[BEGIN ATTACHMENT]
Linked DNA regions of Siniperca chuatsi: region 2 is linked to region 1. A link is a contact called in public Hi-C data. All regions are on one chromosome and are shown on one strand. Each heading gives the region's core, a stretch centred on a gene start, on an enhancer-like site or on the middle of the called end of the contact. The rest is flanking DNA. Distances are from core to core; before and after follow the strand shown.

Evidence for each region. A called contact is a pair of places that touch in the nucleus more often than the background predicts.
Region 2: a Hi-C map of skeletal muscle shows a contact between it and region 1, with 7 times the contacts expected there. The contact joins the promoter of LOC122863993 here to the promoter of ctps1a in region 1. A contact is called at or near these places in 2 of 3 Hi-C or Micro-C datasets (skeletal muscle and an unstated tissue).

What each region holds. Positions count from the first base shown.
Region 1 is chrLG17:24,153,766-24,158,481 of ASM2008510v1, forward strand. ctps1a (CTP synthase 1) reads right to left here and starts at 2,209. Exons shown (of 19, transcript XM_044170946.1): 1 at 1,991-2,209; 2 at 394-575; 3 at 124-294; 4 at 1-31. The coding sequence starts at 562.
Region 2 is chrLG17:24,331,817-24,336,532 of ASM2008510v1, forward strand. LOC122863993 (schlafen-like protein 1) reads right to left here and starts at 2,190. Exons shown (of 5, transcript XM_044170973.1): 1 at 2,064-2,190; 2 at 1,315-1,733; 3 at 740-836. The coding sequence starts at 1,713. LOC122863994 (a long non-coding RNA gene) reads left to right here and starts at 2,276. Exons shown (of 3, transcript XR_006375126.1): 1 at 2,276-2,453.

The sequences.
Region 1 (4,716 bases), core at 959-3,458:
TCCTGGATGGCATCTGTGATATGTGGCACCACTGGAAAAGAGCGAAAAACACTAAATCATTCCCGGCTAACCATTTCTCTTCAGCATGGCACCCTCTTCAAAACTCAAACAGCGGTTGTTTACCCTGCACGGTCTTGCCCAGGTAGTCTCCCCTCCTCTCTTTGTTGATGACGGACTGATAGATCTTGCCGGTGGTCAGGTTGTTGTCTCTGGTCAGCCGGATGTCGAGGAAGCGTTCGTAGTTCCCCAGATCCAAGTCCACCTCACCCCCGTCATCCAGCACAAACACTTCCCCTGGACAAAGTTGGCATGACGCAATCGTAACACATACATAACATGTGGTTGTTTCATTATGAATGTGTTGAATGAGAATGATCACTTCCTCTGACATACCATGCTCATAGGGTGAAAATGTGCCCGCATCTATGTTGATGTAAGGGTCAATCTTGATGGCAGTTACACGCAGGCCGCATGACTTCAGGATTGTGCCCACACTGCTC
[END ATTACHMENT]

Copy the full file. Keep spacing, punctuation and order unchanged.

Linked DNA regions of Siniperca chuatsi: region 2 is linked to region 1. A link is a contact called in public Hi-C data. All regions are on one chromosome and are shown on one strand. Each heading gives the region's core, a stretch centred on a gene start, on an enhancer-like site or on the middle of the called end of the contact. The rest is flanking DNA. Distances are from core to core; before and after follow the strand shown.

Evidence for each region. A called contact is a pair of places that touch in the nucleus more often than the background predicts.
Region 2: a Hi-C map of skeletal muscle shows a contact between it and region 1, with 7 times the contacts expected there. The contact joins the promoter of LOC122863993 here to the promoter of ctps1a in region 1. A contact is called at or near these places in 2 of 3 Hi-C or Micro-C datasets (skeletal muscle and an unstated tissue).

What each region holds. Positions count from the first base shown.
Region 1 is chrLG17:24,153,766-24,158,481 of ASM2008510v1, forward strand. ctps1a (CTP synthase 1) reads right to left here and starts at 2,209. Exons shown (of 19, transcript XM_044170946.1): 1 at 1,991-2,209; 2 at 394-575; 3 at 124-294; 4 at 1-31. The coding sequence starts at 562.
Region 2 is chrLG17:24,331,817-24,336,532 of ASM2008510v1, forward strand. LOC122863993 (schlafen-like protein 1) reads right to left here and starts at 2,190. Exons shown (of 5, transcript XM_044170973.1): 1 at 2,064-2,190; 2 at 1,315-1,733; 3 at 740-836. The coding sequence starts at 1,713. LOC122863994 (a long non-coding RNA gene) reads left to right here and starts at 2,276. Exons shown (of 3, transcript XR_006375126.1): 1 at 2,276-2,453.

The sequences.
Region 1 (4,716 bases), core at 959-3,458:
TCCTGGATGGCATCTGTGATATGTGGCACCACTGGAAAAGAGCGAAAAACACTAAATCATTCCCGGCTAACCATTTCTCTTCAGCATGGCACCCTCTTCAAAACTCAAACAGCGGTTGTTTACCCTGCACGGTCTTGCCCAGGTAGTCTCCCCTCCTCTCTTTGTTGATGACGGACTGATAGATCTTGCCGGTGGTCAGGTTGTTGTCTCTGGTCAGCCGGATGTCGAGGAAGCGTTCGTAGTTCCCCAGATCCAAGTCCACCTCACCCCCGTCATCCAGCACAAACACTTCCCCTGGACAAAGTTGGCATGACGCAATCGTAACACATACATAACATGTGGTTGTTTCATTATGAATGTGTTGAATGAGAATGATCACTTCCTCTGACATACCATGCTCATAGGGTGAAAATGTGCCCGCATCTATGTTGATGTAAGGGTCAATCTTGATGGCAGTTACACGCAGGCCGCATGACTTCAGGATTGTGCCCACACTGCTC